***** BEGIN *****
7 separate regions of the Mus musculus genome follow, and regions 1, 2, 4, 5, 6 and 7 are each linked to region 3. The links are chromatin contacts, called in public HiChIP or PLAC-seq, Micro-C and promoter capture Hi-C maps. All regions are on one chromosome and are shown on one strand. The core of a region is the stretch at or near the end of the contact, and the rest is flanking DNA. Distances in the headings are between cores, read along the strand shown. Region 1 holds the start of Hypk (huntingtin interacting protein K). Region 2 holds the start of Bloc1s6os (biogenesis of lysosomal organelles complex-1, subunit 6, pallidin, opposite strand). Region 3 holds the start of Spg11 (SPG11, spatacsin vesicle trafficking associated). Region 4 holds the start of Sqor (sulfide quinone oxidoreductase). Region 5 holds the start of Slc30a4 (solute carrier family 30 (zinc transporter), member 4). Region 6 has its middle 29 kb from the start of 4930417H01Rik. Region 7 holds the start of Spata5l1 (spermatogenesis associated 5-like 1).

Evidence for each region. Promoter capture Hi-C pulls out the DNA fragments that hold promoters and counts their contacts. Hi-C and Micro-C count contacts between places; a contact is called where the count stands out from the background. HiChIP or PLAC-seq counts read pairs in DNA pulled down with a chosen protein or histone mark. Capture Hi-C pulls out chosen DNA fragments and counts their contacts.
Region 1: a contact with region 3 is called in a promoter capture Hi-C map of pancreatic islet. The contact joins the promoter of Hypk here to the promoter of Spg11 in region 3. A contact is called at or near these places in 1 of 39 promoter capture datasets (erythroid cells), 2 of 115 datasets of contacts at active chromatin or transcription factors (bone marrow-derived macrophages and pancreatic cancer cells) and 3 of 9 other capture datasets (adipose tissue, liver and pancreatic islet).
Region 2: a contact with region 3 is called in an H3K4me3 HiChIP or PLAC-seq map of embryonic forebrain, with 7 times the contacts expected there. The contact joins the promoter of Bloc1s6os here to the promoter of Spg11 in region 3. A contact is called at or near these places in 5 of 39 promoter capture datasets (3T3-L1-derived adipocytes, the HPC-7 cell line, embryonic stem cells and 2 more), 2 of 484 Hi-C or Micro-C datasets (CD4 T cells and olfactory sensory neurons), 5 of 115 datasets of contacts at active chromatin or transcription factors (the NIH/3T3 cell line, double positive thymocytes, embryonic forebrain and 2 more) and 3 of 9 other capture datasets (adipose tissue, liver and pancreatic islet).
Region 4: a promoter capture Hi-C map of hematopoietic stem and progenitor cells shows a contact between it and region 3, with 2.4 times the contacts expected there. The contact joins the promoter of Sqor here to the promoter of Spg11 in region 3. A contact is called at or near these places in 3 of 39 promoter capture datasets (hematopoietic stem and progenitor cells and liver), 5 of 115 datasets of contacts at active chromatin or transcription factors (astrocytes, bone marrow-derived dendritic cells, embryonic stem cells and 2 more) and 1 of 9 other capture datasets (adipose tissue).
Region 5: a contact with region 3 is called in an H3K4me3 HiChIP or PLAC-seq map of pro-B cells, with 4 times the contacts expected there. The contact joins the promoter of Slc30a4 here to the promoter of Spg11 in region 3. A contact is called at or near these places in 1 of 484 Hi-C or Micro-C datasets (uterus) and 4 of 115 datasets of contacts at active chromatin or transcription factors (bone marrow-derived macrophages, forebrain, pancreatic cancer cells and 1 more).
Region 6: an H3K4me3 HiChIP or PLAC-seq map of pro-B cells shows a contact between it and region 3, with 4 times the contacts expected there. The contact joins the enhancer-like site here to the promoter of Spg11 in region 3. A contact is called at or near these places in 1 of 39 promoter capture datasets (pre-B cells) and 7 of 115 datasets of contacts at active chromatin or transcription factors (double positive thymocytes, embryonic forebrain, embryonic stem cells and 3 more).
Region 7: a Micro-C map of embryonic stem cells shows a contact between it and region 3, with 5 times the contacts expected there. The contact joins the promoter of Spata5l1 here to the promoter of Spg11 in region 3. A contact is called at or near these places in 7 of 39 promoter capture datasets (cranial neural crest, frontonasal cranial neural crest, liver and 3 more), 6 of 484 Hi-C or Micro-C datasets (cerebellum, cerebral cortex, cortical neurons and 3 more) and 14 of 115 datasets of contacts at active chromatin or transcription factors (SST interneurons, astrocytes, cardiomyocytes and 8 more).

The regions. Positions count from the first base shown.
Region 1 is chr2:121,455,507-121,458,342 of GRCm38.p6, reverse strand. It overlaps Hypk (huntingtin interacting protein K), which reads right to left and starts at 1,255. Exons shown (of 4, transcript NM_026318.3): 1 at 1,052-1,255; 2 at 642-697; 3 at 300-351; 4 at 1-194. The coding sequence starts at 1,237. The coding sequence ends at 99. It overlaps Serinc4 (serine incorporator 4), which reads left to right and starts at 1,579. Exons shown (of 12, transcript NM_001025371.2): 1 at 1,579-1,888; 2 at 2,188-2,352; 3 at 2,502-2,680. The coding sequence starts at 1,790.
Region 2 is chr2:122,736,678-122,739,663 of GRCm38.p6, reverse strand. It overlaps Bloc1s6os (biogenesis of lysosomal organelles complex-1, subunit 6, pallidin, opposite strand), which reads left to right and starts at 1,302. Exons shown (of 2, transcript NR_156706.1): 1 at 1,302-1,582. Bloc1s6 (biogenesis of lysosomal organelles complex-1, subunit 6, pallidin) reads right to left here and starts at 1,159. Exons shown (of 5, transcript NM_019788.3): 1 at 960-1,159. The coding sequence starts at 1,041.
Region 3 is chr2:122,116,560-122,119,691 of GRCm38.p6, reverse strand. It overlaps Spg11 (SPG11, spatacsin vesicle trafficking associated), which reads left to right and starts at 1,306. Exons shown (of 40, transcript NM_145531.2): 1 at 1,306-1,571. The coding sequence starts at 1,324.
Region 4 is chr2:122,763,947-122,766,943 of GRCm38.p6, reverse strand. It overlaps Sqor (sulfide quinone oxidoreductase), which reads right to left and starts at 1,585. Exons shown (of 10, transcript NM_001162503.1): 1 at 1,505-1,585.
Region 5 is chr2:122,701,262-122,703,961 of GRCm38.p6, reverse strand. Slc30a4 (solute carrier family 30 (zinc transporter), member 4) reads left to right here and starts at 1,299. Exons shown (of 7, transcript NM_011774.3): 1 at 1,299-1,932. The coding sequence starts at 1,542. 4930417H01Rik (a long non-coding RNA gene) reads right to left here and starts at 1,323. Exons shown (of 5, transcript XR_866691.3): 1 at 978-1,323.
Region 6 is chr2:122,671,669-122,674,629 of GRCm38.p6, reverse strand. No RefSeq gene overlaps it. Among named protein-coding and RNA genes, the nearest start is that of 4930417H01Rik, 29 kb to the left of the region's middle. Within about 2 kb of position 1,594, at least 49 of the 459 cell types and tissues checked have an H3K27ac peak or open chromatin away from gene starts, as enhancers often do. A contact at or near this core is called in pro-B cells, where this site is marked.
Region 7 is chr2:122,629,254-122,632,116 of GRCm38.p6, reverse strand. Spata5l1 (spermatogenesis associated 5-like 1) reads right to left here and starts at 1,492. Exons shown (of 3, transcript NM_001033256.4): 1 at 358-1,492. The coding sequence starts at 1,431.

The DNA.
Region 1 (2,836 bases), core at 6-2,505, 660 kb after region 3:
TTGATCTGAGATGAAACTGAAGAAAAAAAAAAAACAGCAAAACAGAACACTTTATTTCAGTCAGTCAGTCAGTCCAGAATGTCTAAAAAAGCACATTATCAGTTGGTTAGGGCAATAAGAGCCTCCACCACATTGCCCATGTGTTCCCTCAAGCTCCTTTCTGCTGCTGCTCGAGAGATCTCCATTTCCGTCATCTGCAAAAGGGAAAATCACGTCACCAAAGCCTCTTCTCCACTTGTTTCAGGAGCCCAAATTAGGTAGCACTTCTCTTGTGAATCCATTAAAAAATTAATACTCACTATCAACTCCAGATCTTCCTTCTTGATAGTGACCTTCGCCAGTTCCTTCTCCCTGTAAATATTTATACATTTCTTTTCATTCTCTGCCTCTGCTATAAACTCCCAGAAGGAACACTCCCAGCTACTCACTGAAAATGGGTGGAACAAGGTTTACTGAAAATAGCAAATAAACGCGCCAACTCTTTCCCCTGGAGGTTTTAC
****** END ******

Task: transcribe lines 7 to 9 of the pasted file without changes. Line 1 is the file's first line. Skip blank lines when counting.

Region 6: an H3K4me3 HiChIP or PLAC-seq map of pro-B cells shows a contact between it and region 3, with 4 times the contacts expected there. The contact joins the enhancer-like site here to the promoter of Spg11 in region 3. A contact is called at or near these places in 1 of 39 promoter capture datasets (pre-B cells) and 7 of 115 datasets of contacts at active chromatin or transcription factors (double positive thymocytes, embryonic forebrain, embryonic stem cells and 3 more).
Region 7: a Micro-C map of embryonic stem cells shows a contact between it and region 3, with 5 times the contacts expected there. The contact joins the promoter of Spata5l1 here to the promoter of Spg11 in region 3. A contact is called at or near these places in 7 of 39 promoter capture datasets (cranial neural crest, frontonasal cranial neural crest, liver and 3 more), 6 of 484 Hi-C or Micro-C datasets (cerebellum, cerebral cortex, cortical neurons and 3 more) and 14 of 115 datasets of contacts at active chromatin or transcription factors (SST interneurons, astrocytes, cardiomyocytes and 8 more).

The regions. Positions count from the first base shown.